Bill once told me there are only two things CEOs get paid for: judgment and hiring and firing. 

I remember sitting there, a snarky kid from Philly, rolling my eyes, thinking, surely, there had to be more to it than that. I asked him, “Don’t I also have to not run out of money?” He said, “Oh, yeah! For a flaky little startup like yours, there’s a third rule.” 

But really, he was right. All of his lessons were short and sweet—and truthful.  

Bill made you your best self. 

When you went to Bill, you weren’t looking for him to provide an answer. You were looking for his help finding the answer within yourself. In other words, he wasn’t the answer book—he was the guide. 

Whenever I speak at a college, I always start with a lesson from Bill, saying: “How many classes are you guys taking right now? Four? Five? Six? And at the end of those classes, there’s an exam, right? And at the end of the exam, you receive a letter grade. You either pass or fail. 

“Let me tell you a little about entrepreneurship. In business, there’s no answer key or grade book. The only answers are inside you.” 

That’s my own take on a lesson Bill taught me. He taught me about introspection, self-belief, and the fact that you are the answer book. He had an uncanny ability to help entrepreneurs understand that they need to answer questions for themselves. Every once in a while, a CEO will get pissed off and say, “Martino, you never answer a single damn question I ask you.”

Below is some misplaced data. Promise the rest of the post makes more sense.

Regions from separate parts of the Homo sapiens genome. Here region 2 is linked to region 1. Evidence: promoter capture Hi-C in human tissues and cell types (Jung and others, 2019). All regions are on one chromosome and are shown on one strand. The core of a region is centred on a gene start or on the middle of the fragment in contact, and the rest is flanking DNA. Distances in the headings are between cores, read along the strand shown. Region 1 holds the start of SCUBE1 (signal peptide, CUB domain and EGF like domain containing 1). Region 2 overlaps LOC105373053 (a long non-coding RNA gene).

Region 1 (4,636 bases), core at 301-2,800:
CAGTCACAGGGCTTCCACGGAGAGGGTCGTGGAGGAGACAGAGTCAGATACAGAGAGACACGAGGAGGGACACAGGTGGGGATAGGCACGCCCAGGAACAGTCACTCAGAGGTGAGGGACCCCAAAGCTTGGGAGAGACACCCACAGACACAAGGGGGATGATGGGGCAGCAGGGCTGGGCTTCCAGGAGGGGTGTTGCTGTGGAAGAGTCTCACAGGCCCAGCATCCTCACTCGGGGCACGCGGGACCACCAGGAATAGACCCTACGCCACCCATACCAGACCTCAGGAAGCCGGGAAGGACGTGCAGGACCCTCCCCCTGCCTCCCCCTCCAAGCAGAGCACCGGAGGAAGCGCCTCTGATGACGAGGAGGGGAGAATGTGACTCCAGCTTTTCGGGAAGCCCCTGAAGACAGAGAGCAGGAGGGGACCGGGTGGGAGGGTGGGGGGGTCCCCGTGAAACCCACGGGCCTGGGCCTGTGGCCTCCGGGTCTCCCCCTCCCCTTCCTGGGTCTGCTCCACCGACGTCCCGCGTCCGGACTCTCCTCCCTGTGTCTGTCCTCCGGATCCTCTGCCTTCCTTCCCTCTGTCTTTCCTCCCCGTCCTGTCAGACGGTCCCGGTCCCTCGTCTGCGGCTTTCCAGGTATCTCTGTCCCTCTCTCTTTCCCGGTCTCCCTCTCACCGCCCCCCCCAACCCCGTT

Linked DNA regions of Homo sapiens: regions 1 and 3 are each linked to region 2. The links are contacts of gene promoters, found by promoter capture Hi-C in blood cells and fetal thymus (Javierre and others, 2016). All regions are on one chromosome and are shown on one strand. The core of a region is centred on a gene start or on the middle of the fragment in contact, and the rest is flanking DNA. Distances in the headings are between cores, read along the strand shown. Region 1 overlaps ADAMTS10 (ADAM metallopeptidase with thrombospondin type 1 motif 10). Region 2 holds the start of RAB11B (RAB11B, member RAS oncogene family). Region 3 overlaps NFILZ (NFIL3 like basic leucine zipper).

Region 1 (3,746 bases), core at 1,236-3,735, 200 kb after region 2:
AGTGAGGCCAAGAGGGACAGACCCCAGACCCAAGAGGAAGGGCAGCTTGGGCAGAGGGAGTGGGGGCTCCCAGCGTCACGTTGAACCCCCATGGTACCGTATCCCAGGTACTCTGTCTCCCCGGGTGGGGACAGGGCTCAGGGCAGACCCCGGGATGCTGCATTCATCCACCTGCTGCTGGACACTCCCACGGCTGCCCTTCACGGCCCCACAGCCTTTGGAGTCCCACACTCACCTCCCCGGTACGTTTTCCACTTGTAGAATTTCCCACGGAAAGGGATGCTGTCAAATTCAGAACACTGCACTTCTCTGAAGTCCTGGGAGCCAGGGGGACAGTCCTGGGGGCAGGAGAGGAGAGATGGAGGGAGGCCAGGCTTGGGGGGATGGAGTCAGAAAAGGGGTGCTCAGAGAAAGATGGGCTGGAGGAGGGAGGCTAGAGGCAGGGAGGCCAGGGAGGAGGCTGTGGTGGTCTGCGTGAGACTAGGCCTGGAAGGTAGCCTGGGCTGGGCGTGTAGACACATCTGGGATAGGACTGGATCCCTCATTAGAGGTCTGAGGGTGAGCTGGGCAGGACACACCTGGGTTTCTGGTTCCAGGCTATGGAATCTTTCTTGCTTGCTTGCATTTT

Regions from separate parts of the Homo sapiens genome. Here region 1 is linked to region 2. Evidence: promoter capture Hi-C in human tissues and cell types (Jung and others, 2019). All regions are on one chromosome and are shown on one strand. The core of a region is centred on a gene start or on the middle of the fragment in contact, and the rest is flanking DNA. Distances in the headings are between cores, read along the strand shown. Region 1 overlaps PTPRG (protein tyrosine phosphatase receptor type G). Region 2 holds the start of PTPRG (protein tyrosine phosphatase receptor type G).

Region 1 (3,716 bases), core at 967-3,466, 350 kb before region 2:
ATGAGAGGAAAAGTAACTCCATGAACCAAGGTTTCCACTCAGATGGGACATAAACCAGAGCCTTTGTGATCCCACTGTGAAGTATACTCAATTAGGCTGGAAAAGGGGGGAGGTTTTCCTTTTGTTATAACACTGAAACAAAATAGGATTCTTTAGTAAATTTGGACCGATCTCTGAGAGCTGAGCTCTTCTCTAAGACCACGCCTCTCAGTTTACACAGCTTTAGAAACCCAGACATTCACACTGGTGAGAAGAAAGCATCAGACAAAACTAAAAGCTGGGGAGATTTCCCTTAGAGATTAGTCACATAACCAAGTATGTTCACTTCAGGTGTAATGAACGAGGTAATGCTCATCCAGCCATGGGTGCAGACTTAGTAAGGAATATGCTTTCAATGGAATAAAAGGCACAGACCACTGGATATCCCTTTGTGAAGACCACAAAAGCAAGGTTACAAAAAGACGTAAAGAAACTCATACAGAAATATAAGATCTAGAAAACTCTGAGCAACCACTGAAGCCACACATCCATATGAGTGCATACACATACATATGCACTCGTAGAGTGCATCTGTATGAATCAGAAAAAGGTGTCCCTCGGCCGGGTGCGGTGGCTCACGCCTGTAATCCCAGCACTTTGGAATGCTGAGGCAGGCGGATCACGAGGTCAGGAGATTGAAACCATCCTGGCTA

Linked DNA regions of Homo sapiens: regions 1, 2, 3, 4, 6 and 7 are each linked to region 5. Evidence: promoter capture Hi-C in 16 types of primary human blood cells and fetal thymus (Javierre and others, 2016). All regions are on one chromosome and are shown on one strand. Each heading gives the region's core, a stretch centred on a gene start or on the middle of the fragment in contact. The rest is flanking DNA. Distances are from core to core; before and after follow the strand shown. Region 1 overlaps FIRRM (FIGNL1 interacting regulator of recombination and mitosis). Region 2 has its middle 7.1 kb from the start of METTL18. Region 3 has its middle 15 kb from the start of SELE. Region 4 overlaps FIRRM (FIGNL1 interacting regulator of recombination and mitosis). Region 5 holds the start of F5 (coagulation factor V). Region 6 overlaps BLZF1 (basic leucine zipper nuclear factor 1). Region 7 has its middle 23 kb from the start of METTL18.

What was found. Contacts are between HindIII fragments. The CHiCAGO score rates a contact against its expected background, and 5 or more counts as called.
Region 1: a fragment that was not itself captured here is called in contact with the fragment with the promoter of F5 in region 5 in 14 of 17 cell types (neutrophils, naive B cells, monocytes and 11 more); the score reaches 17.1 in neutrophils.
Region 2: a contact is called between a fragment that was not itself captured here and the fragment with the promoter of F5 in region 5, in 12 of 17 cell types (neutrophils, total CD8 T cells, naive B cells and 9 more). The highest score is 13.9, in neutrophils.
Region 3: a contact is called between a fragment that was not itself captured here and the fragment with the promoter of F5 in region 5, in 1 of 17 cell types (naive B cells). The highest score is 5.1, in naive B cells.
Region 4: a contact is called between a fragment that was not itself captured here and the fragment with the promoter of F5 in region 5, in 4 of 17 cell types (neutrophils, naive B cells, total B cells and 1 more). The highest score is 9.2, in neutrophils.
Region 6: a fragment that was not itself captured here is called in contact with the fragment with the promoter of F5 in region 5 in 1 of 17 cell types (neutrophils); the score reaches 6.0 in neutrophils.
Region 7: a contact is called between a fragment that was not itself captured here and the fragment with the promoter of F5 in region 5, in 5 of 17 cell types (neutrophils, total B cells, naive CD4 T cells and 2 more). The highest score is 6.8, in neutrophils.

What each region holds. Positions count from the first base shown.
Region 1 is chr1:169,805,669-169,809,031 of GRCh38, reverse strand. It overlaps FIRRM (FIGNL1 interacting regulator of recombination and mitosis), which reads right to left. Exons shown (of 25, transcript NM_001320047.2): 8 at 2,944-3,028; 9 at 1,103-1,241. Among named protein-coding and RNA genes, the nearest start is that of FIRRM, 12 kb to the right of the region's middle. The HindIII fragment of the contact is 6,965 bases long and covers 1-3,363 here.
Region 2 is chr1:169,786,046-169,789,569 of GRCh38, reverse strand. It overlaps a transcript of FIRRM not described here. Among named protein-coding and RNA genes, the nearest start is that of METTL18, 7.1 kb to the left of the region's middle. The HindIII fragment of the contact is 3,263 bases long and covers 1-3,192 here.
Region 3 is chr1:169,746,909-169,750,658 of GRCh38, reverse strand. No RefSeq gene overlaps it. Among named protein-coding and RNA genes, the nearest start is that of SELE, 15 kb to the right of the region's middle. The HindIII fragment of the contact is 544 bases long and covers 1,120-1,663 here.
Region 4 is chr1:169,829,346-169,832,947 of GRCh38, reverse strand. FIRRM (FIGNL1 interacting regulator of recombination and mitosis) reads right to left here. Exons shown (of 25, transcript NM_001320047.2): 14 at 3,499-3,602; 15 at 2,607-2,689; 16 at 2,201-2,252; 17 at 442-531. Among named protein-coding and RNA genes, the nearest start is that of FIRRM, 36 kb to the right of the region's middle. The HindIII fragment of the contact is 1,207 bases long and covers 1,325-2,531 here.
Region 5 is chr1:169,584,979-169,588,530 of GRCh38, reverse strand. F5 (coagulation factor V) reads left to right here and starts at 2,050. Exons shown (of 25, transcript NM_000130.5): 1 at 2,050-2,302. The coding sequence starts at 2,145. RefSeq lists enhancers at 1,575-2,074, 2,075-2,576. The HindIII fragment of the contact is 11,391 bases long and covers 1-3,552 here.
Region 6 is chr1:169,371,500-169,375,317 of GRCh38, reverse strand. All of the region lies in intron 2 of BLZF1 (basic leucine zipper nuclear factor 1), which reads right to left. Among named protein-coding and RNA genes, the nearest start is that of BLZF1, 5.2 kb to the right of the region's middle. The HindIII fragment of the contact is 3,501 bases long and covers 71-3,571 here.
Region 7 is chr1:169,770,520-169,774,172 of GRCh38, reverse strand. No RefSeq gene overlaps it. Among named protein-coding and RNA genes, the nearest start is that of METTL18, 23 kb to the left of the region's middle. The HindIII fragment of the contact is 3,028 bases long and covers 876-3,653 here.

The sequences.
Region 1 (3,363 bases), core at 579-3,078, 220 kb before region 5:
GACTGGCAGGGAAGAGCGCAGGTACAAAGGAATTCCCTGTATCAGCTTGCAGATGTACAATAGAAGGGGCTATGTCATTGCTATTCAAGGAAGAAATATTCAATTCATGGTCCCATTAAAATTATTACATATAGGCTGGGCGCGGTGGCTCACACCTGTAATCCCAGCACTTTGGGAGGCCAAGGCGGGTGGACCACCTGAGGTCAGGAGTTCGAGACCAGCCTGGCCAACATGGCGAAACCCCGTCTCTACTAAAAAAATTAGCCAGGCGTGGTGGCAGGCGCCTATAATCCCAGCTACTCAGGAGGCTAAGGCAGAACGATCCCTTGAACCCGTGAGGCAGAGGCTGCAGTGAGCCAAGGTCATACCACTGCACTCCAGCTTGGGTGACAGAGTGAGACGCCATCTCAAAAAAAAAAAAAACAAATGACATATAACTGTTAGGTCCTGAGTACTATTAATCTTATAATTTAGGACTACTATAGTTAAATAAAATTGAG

I tell them, “The answer is in you. If I need to tell you, the answer is not in you. And if the answer’s not in you, maybe you shouldn’t be doing this.” 

Even the great Bill Campbell knew his limit—he knew he couldn’t influence or persuade everyone. 

At Aggregate Knowledge in the mid-2000s, around when Bill joined our board, our biggest issue was poor product-market fit. 

We needed a different approach—a different science, really. This required a major shift, which Bill quickly put in motion. When this happened, our engineers were skeptical. A few of them hit the door right away. But he didn’t even try to stop them.   

In the meeting where we broke the news, I remember Bill saying, “Look, you need killers in your company. And sometimes, killers are also frontrunners. And frontrunners can kill your company. And you know what, it’s going to be painful sometimes—but you have to let them go. Because you’re not going to be able to motivate them.” 

Bill would fire his best friend—and remain their best friend afterward. 

If you worked in Silicon Valley for any length of time, you were probably fired (or at least almost fired) by Bill at some point. But you know what? If Bill liked you, and you were friends, him firing you didn’t change that one bit. Even if Bill fired you, or you quit, you were still friends. I don’t know anywhere in the world where that happens but our business.  

Bill loved tech, and he gained technical knowledge from everyone he interacted with—but he was never an asset because of his technical skills. 

Bill possessed a childlike appreciation for the wonders of technology and science. Most of us jaded engineers didn’t have that. He was inspired by tech, and he could inspire tech people, but he wasn’t a tech guy himself. 

The fact that Bill successfully coached so many tech people without taking a single math or science course in college is nothing short of incredible. Don’t get me wrong: Bill knew technology. Tech people respected him because, somehow, he always knew what they were talking about. 

Still, above all, Bill was a coach. A people person and influencer. Not to downplay his product smarts or his technical know-how. But Bill’s greatest asset was absolutely his uncanny, unparalleled people skills. 

To listen to the full episode, check out this episode of the No Bull podcast honoring one of the world’s most esteemed business leaders, Bill Campbell.

Paul Martino is the founder and a managing partner at Bullpen Capital.